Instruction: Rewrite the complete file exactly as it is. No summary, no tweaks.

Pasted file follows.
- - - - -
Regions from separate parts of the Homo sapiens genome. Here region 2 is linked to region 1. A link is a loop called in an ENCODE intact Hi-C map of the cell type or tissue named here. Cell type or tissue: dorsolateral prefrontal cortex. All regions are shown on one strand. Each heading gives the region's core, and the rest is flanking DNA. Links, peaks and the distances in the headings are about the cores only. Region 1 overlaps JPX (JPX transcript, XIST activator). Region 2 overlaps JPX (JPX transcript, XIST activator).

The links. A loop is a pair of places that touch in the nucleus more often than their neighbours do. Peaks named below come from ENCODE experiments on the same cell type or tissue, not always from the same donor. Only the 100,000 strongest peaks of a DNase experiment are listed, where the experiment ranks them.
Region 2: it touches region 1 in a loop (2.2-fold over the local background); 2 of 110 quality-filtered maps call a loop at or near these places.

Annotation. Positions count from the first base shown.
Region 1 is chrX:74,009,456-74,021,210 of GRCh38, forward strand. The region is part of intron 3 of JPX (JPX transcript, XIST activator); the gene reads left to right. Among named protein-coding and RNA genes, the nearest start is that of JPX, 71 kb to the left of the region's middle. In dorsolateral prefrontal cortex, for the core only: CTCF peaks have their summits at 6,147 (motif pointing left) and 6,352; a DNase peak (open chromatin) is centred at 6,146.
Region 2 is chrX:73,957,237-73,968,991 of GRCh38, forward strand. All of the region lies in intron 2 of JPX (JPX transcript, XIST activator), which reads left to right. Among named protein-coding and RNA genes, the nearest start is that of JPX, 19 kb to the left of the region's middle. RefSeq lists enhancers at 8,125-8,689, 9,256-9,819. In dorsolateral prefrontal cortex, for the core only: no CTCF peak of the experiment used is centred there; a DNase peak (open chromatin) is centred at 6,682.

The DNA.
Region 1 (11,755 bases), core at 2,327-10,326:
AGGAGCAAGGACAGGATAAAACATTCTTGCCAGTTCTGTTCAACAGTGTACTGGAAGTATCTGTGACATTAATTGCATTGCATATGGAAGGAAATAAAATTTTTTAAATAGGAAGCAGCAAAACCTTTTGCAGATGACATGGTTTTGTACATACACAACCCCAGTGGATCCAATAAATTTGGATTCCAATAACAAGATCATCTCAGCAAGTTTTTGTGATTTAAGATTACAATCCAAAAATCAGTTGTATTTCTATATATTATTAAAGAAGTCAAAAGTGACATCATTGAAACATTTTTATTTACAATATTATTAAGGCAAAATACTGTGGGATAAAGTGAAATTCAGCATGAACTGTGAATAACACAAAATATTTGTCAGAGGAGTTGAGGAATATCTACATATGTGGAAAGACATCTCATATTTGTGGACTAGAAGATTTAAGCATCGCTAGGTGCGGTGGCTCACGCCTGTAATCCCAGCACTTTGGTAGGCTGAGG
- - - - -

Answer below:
Regions from separate parts of the Homo sapiens genome. Here region 2 is linked to region 1. A link is a loop called in an ENCODE intact Hi-C map of the cell type or tissue named here. Cell type or tissue: dorsolateral prefrontal cortex. All regions are shown on one strand. Each heading gives the region's core, and the rest is flanking DNA. Links, peaks and the distances in the headings are about the cores only. Region 1 overlaps JPX (JPX transcript, XIST activator). Region 2 overlaps JPX (JPX transcript, XIST activator).

The links. A loop is a pair of places that touch in the nucleus more often than their neighbours do. Peaks named below come from ENCODE experiments on the same cell type or tissue, not always from the same donor. Only the 100,000 strongest peaks of a DNase experiment are listed, where the experiment ranks them.
Region 2: it touches region 1 in a loop (2.2-fold over the local background); 2 of 110 quality-filtered maps call a loop at or near these places.

Annotation. Positions count from the first base shown.
Region 1 is chrX:74,009,456-74,021,210 of GRCh38, forward strand. The region is part of intron 3 of JPX (JPX transcript, XIST activator); the gene reads left to right. Among named protein-coding and RNA genes, the nearest start is that of JPX, 71 kb to the left of the region's middle. In dorsolateral prefrontal cortex, for the core only: CTCF peaks have their summits at 6,147 (motif pointing left) and 6,352; a DNase peak (open chromatin) is centred at 6,146.
Region 2 is chrX:73,957,237-73,968,991 of GRCh38, forward strand. All of the region lies in intron 2 of JPX (JPX transcript, XIST activator), which reads left to right. Among named protein-coding and RNA genes, the nearest start is that of JPX, 19 kb to the left of the region's middle. RefSeq lists enhancers at 8,125-8,689, 9,256-9,819. In dorsolateral prefrontal cortex, for the core only: no CTCF peak of the experiment used is centred there; a DNase peak (open chromatin) is centred at 6,682.

The DNA.
Region 1 (11,755 bases), core at 2,327-10,326:
AGGAGCAAGGACAGGATAAAACATTCTTGCCAGTTCTGTTCAACAGTGTACTGGAAGTATCTGTGACATTAATTGCATTGCATATGGAAGGAAATAAAATTTTTTAAATAGGAAGCAGCAAAACCTTTTGCAGATGACATGGTTTTGTACATACACAACCCCAGTGGATCCAATAAATTTGGATTCCAATAACAAGATCATCTCAGCAAGTTTTTGTGATTTAAGATTACAATCCAAAAATCAGTTGTATTTCTATATATTATTAAAGAAGTCAAAAGTGACATCATTGAAACATTTTTATTTACAATATTATTAAGGCAAAATACTGTGGGATAAAGTGAAATTCAGCATGAACTGTGAATAACACAAAATATTTGTCAGAGGAGTTGAGGAATATCTACATATGTGGAAAGACATCTCATATTTGTGGACTAGAAGATTTAAGCATCGCTAGGTGCGGTGGCTCACGCCTGTAATCCCAGCACTTTGGTAGGCTGAGG